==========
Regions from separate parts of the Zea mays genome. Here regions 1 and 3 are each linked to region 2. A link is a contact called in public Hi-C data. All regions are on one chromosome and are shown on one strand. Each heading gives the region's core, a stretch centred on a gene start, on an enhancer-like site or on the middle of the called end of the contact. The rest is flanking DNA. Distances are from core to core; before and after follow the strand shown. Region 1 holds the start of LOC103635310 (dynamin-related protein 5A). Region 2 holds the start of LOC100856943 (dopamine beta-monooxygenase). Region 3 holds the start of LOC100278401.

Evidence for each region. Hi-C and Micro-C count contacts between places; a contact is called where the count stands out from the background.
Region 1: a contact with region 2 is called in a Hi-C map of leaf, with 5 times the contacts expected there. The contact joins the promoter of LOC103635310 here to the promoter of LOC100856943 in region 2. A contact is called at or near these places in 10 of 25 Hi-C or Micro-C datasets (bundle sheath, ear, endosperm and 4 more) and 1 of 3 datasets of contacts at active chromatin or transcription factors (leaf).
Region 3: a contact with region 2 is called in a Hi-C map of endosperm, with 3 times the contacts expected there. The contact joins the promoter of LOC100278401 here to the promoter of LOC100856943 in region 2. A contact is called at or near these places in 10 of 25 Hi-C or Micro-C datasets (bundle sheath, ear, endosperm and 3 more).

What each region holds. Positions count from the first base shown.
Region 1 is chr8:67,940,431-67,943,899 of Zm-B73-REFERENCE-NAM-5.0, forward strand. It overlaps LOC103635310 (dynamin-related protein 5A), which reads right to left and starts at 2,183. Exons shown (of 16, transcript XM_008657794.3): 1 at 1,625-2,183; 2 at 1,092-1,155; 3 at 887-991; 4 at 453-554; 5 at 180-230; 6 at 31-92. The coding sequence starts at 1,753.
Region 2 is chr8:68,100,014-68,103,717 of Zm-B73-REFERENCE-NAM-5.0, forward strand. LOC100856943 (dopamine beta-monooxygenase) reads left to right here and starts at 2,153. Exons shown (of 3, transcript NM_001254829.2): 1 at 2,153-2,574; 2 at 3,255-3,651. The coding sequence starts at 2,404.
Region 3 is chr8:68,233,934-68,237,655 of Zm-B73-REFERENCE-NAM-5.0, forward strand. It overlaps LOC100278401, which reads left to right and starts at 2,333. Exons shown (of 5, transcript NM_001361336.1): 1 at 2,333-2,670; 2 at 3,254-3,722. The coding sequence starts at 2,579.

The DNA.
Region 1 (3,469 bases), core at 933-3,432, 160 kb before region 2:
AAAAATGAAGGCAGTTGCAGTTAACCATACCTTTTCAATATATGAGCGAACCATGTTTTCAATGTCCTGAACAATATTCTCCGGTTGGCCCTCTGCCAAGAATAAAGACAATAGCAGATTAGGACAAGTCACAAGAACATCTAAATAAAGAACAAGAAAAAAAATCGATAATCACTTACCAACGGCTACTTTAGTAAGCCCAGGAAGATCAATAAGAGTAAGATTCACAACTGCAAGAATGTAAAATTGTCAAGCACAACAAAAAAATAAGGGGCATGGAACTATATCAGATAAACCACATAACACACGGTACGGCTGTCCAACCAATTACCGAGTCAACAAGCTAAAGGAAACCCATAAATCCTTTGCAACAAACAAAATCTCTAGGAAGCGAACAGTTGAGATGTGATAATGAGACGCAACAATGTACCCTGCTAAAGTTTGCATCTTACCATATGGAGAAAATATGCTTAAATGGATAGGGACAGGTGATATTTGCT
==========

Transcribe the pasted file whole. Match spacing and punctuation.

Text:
Regions from separate parts of the Zea mays genome. Here regions 1 and 3 are each linked to region 2. A link is a contact called in public Hi-C data. All regions are on one chromosome and are shown on one strand. Each heading gives the region's core, a stretch centred on a gene start, on an enhancer-like site or on the middle of the called end of the contact. The rest is flanking DNA. Distances are from core to core; before and after follow the strand shown. Region 1 holds the start of LOC103635310 (dynamin-related protein 5A). Region 2 holds the start of LOC100856943 (dopamine beta-monooxygenase). Region 3 holds the start of LOC100278401.

Evidence for each region. Hi-C and Micro-C count contacts between places; a contact is called where the count stands out from the background.
Region 1: a contact with region 2 is called in a Hi-C map of leaf, with 5 times the contacts expected there. The contact joins the promoter of LOC103635310 here to the promoter of LOC100856943 in region 2. A contact is called at or near these places in 10 of 25 Hi-C or Micro-C datasets (bundle sheath, ear, endosperm and 4 more) and 1 of 3 datasets of contacts at active chromatin or transcription factors (leaf).
Region 3: a contact with region 2 is called in a Hi-C map of endosperm, with 3 times the contacts expected there. The contact joins the promoter of LOC100278401 here to the promoter of LOC100856943 in region 2. A contact is called at or near these places in 10 of 25 Hi-C or Micro-C datasets (bundle sheath, ear, endosperm and 3 more).

What each region holds. Positions count from the first base shown.
Region 1 is chr8:67,940,431-67,943,899 of Zm-B73-REFERENCE-NAM-5.0, forward strand. It overlaps LOC103635310 (dynamin-related protein 5A), which reads right to left and starts at 2,183. Exons shown (of 16, transcript XM_008657794.3): 1 at 1,625-2,183; 2 at 1,092-1,155; 3 at 887-991; 4 at 453-554; 5 at 180-230; 6 at 31-92. The coding sequence starts at 1,753.
Region 2 is chr8:68,100,014-68,103,717 of Zm-B73-REFERENCE-NAM-5.0, forward strand. LOC100856943 (dopamine beta-monooxygenase) reads left to right here and starts at 2,153. Exons shown (of 3, transcript NM_001254829.2): 1 at 2,153-2,574; 2 at 3,255-3,651. The coding sequence starts at 2,404.
Region 3 is chr8:68,233,934-68,237,655 of Zm-B73-REFERENCE-NAM-5.0, forward strand. It overlaps LOC100278401, which reads left to right and starts at 2,333. Exons shown (of 5, transcript NM_001361336.1): 1 at 2,333-2,670; 2 at 3,254-3,722. The coding sequence starts at 2,579.

The DNA.
Region 1 (3,469 bases), core at 933-3,432, 160 kb before region 2:
AAAAATGAAGGCAGTTGCAGTTAACCATACCTTTTCAATATATGAGCGAACCATGTTTTCAATGTCCTGAACAATATTCTCCGGTTGGCCCTCTGCCAAGAATAAAGACAATAGCAGATTAGGACAAGTCACAAGAACATCTAAATAAAGAACAAGAAAAAAAATCGATAATCACTTACCAACGGCTACTTTAGTAAGCCCAGGAAGATCAATAAGAGTAAGATTCACAACTGCAAGAATGTAAAATTGTCAAGCACAACAAAAAAATAAGGGGCATGGAACTATATCAGATAAACCACATAACACACGGTACGGCTGTCCAACCAATTACCGAGTCAACAAGCTAAAGGAAACCCATAAATCCTTTGCAACAAACAAAATCTCTAGGAAGCGAACAGTTGAGATGTGATAATGAGACGCAACAATGTACCCTGCTAAAGTTTGCATCTTACCATATGGAGAAAATATGCTTAAATGGATAGGGACAGGTGATATTTGCT